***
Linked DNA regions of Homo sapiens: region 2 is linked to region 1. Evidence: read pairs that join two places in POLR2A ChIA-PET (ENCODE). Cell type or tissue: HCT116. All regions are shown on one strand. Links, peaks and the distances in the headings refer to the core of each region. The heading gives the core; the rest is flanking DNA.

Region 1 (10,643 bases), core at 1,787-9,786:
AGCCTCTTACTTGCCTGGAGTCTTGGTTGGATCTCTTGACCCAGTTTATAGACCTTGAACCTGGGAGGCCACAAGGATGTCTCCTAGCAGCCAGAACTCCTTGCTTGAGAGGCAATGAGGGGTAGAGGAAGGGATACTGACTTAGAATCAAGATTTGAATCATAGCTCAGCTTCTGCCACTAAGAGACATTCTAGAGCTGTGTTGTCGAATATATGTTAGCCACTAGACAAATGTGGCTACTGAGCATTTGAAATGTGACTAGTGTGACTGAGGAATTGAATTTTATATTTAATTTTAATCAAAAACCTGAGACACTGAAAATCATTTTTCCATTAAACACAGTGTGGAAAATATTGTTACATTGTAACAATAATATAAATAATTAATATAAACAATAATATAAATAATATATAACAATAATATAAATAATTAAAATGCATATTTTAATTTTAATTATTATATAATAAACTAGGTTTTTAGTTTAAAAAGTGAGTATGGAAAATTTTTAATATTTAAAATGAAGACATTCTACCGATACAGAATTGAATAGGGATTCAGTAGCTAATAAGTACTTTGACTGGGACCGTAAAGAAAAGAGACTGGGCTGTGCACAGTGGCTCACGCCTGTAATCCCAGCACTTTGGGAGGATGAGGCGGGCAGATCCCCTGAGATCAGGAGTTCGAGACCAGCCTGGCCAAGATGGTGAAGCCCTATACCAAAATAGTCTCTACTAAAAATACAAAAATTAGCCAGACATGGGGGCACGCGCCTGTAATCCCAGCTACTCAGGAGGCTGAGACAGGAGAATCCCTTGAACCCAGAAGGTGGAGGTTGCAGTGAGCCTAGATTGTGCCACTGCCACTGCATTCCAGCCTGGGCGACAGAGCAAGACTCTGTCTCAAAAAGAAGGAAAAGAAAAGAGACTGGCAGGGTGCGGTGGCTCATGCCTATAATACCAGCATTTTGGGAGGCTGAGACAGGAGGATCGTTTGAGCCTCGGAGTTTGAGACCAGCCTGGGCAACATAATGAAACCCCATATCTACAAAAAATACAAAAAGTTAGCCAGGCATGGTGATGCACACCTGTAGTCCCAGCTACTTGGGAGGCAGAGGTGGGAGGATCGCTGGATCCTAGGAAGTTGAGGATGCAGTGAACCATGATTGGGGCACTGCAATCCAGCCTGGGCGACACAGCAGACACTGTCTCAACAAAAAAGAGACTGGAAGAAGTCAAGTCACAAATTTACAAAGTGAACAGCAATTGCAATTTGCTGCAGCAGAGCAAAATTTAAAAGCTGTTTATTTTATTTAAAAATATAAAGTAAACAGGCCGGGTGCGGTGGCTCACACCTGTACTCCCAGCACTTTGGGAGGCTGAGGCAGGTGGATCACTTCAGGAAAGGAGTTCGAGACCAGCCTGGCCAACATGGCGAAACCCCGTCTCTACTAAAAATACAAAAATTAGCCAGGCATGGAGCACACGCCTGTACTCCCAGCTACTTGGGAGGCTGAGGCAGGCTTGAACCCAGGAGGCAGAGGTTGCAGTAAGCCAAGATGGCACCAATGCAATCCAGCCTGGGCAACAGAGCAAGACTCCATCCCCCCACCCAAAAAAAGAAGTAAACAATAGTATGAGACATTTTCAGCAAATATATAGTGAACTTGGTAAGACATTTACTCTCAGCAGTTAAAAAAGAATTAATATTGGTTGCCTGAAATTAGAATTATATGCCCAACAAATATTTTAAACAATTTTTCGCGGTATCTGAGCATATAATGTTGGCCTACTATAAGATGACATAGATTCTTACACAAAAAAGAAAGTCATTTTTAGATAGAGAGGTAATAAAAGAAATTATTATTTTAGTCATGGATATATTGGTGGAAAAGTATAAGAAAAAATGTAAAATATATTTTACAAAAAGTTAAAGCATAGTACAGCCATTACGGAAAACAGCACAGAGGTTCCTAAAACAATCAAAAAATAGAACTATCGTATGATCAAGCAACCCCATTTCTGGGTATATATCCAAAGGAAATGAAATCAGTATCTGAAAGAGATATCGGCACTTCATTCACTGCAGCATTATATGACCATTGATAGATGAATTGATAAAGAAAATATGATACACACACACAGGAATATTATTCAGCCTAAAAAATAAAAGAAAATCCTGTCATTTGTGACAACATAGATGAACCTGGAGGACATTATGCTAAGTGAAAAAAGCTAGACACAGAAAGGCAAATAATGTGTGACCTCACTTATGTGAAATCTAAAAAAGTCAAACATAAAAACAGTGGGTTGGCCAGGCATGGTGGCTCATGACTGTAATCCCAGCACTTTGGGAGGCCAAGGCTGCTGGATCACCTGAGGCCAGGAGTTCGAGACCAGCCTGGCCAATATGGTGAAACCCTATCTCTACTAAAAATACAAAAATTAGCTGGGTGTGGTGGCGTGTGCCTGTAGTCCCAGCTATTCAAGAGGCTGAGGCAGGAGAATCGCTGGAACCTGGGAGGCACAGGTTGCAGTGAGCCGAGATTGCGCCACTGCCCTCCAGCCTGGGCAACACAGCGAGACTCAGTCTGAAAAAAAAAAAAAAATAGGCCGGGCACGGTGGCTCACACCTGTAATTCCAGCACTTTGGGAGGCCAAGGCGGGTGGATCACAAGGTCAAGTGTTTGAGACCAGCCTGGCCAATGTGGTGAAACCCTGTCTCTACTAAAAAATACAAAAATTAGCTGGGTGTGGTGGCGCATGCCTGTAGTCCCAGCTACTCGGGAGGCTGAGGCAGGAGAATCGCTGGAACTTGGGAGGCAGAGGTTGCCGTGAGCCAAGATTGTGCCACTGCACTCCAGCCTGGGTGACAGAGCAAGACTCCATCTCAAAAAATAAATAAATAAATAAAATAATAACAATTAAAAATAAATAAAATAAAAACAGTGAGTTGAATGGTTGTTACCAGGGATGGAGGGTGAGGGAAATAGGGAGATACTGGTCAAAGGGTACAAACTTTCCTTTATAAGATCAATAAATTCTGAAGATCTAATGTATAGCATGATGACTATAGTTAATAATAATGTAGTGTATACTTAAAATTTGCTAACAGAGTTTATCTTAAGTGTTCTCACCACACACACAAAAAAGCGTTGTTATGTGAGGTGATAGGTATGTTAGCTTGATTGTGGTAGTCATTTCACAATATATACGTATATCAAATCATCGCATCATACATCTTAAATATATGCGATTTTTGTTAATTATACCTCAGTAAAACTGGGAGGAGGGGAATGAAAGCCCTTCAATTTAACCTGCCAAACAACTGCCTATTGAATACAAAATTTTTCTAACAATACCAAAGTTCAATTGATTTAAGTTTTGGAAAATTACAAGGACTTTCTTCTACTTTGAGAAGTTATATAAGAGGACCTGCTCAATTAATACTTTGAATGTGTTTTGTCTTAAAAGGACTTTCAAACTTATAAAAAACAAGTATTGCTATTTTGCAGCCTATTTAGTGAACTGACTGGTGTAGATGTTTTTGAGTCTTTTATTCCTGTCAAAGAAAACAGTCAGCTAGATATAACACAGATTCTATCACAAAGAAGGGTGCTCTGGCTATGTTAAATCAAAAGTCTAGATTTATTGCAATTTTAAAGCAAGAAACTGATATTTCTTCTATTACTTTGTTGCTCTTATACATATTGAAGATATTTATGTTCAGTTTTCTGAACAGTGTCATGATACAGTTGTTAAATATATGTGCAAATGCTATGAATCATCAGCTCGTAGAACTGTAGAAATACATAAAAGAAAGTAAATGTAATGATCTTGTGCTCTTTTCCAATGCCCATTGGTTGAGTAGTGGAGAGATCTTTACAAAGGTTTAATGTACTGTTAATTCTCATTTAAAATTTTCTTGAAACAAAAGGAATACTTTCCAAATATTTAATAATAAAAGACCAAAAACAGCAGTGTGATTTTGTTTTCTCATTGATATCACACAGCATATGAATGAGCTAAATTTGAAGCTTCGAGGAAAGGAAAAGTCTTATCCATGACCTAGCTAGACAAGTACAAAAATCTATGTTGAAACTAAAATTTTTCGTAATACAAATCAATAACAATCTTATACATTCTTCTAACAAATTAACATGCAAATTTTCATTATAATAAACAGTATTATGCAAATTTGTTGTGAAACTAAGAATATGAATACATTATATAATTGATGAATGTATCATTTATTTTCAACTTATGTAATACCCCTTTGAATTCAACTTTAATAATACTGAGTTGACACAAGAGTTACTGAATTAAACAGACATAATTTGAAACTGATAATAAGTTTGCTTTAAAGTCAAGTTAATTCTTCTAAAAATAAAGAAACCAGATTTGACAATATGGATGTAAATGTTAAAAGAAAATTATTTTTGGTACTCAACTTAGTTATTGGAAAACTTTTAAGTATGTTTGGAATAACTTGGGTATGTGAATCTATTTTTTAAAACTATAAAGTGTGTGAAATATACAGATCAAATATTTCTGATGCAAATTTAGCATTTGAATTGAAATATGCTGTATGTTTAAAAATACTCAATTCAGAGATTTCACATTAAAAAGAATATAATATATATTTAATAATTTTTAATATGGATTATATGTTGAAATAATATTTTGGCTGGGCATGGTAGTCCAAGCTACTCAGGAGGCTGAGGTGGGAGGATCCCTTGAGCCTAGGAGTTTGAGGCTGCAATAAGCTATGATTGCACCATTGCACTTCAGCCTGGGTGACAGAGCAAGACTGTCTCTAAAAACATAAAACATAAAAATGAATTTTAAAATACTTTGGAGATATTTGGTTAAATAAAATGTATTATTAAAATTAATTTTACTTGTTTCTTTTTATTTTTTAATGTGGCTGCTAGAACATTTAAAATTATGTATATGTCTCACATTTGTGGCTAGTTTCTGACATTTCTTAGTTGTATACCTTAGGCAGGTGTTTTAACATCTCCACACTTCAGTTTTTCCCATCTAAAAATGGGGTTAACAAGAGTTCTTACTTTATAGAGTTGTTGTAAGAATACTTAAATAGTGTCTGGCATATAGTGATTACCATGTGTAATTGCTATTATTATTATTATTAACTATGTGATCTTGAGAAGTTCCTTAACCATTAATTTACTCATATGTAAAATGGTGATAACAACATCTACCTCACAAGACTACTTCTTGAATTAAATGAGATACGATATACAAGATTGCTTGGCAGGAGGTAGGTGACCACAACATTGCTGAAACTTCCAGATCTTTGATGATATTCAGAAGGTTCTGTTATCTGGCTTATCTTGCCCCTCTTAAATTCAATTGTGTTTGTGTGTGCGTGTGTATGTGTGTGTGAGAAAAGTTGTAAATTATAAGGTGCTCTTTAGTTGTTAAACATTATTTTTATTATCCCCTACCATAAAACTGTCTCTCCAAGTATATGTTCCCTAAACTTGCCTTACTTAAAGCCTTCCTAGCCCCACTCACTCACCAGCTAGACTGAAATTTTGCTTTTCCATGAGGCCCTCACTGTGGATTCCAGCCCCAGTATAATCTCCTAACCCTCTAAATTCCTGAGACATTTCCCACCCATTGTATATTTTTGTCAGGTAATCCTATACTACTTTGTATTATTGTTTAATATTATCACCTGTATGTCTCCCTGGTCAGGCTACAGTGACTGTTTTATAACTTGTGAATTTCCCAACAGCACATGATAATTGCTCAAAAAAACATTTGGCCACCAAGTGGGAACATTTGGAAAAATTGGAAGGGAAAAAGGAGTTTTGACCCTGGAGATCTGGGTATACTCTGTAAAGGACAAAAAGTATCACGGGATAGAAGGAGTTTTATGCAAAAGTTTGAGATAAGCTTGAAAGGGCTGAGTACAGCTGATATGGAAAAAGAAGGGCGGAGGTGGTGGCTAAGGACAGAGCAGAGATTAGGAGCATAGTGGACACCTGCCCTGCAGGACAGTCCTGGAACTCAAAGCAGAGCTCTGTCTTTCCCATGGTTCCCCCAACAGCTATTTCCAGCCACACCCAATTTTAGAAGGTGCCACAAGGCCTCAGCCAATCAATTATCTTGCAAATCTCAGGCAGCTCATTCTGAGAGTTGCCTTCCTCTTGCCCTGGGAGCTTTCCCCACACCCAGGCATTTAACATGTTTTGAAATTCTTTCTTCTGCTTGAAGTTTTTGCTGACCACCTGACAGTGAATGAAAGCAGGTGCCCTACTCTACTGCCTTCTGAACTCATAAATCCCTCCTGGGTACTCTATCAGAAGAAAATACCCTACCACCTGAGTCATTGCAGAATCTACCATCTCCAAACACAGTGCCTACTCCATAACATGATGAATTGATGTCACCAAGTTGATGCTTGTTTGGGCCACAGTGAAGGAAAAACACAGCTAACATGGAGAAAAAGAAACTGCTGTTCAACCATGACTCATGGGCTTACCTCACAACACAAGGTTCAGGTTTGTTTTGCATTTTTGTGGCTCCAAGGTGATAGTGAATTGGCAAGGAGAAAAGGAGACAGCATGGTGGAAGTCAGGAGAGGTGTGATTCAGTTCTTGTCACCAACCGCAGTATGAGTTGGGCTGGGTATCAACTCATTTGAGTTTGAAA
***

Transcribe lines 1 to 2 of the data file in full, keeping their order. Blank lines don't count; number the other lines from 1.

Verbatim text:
Linked DNA regions of Homo sapiens: region 2 is linked to region 1. Evidence: read pairs that join two places in POLR2A ChIA-PET (ENCODE). Cell type or tissue: HCT116. All regions are shown on one strand. Links, peaks and the distances in the headings refer to the core of each region. The heading gives the core; the rest is flanking DNA.

Region 1 (10,643 bases), core at 1,787-9,786: